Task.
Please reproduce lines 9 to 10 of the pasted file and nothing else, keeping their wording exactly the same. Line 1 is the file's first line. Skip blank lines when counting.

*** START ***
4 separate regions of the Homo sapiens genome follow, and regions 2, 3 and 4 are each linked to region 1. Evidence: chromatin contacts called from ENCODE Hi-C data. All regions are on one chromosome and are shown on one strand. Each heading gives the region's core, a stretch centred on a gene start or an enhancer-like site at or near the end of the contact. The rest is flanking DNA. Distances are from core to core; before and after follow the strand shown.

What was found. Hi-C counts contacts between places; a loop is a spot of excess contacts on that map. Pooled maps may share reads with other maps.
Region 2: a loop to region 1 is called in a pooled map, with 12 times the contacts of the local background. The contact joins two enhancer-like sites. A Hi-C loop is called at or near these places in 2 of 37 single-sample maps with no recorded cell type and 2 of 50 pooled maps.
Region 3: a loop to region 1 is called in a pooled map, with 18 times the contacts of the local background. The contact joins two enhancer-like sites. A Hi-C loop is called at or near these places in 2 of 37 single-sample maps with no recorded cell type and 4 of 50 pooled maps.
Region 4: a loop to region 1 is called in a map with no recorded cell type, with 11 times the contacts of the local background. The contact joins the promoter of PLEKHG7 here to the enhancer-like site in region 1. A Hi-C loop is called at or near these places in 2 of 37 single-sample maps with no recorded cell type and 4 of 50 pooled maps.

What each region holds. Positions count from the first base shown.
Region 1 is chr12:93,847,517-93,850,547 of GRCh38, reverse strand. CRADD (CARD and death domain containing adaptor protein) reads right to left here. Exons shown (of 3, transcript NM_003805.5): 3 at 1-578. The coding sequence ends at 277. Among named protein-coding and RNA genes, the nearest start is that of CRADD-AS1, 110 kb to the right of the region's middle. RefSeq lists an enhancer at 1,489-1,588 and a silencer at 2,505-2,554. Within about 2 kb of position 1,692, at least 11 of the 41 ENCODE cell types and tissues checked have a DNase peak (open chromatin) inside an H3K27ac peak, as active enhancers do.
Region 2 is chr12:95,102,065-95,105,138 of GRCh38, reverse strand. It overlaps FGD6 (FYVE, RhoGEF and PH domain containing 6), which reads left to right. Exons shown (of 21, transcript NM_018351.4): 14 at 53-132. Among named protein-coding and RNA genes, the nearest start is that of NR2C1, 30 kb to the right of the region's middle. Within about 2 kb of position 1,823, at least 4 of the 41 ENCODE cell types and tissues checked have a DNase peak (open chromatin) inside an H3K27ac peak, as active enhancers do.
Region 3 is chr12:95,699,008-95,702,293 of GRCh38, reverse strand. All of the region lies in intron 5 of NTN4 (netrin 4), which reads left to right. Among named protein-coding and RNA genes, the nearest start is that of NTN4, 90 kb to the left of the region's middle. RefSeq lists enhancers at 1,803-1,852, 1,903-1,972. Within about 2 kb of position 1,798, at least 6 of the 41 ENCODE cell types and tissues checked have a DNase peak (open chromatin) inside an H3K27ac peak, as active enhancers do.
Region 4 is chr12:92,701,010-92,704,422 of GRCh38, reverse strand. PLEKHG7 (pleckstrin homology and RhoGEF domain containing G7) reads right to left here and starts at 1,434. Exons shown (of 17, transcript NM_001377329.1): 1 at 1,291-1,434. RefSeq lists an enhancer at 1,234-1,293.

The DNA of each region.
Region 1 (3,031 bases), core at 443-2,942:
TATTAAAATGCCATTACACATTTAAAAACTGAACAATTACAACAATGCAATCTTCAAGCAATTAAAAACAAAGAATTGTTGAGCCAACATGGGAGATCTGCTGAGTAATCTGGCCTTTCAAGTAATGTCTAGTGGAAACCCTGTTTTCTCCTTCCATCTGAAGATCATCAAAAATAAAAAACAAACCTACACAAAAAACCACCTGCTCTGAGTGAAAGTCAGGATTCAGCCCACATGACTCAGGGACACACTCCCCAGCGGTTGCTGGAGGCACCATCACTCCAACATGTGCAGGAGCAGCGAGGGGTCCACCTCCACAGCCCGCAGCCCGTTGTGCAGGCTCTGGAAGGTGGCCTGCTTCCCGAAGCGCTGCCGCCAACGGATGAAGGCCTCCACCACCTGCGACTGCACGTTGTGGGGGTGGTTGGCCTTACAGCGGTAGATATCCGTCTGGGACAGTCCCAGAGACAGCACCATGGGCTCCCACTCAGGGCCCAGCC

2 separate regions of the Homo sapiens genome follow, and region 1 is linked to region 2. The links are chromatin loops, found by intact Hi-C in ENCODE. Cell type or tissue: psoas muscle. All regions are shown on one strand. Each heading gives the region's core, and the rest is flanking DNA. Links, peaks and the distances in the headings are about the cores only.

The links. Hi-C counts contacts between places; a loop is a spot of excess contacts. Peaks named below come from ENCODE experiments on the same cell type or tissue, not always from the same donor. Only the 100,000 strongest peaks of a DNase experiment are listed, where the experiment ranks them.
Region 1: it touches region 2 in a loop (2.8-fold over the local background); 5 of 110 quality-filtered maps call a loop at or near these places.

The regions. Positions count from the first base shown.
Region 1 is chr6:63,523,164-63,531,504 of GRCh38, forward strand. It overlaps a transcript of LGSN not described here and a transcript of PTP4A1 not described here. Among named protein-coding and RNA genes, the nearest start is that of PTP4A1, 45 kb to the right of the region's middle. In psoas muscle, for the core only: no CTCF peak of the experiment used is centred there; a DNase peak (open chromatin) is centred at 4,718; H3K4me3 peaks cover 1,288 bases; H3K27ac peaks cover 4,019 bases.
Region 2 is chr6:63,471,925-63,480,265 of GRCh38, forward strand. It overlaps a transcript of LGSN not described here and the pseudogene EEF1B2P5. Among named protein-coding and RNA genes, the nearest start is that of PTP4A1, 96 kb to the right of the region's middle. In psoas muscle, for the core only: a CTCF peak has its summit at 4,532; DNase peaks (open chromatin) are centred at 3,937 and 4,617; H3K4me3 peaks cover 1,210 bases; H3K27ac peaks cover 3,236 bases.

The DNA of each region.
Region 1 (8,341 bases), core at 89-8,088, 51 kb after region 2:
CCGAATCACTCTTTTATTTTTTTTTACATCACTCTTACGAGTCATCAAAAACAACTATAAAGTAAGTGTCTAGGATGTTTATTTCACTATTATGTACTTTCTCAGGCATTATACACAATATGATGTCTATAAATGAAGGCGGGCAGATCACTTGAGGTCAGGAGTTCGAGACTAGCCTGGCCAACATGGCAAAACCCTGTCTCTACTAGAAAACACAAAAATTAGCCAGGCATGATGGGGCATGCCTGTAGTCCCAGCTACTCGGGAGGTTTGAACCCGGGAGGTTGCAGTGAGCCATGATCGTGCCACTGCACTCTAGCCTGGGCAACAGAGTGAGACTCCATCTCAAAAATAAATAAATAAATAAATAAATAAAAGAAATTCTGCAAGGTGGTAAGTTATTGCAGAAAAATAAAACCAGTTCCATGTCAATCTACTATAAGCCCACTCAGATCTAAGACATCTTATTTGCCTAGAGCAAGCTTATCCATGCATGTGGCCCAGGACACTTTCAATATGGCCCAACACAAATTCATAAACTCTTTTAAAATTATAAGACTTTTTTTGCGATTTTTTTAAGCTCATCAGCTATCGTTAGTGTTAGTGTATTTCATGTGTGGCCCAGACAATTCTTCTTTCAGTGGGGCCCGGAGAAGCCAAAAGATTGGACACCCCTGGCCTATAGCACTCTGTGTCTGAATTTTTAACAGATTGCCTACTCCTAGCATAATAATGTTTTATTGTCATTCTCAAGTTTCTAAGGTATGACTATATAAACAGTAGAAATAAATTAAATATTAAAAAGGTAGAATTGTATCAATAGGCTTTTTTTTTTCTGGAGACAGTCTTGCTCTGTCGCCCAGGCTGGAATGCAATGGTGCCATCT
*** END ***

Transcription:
Region 3 is chr12:95,699,008-95,702,293 of GRCh38, reverse strand. All of the region lies in intron 5 of NTN4 (netrin 4), which reads left to right. Among named protein-coding and RNA genes, the nearest start is that of NTN4, 90 kb to the left of the region's middle. RefSeq lists enhancers at 1,803-1,852, 1,903-1,972. Within about 2 kb of position 1,798, at least 6 of the 41 ENCODE cell types and tissues checked have a DNase peak (open chromatin) inside an H3K27ac peak, as active enhancers do.
Region 4 is chr12:92,701,010-92,704,422 of GRCh38, reverse strand. PLEKHG7 (pleckstrin homology and RhoGEF domain containing G7) reads right to left here and starts at 1,434. Exons shown (of 17, transcript NM_001377329.1): 1 at 1,291-1,434. RefSeq lists an enhancer at 1,234-1,293.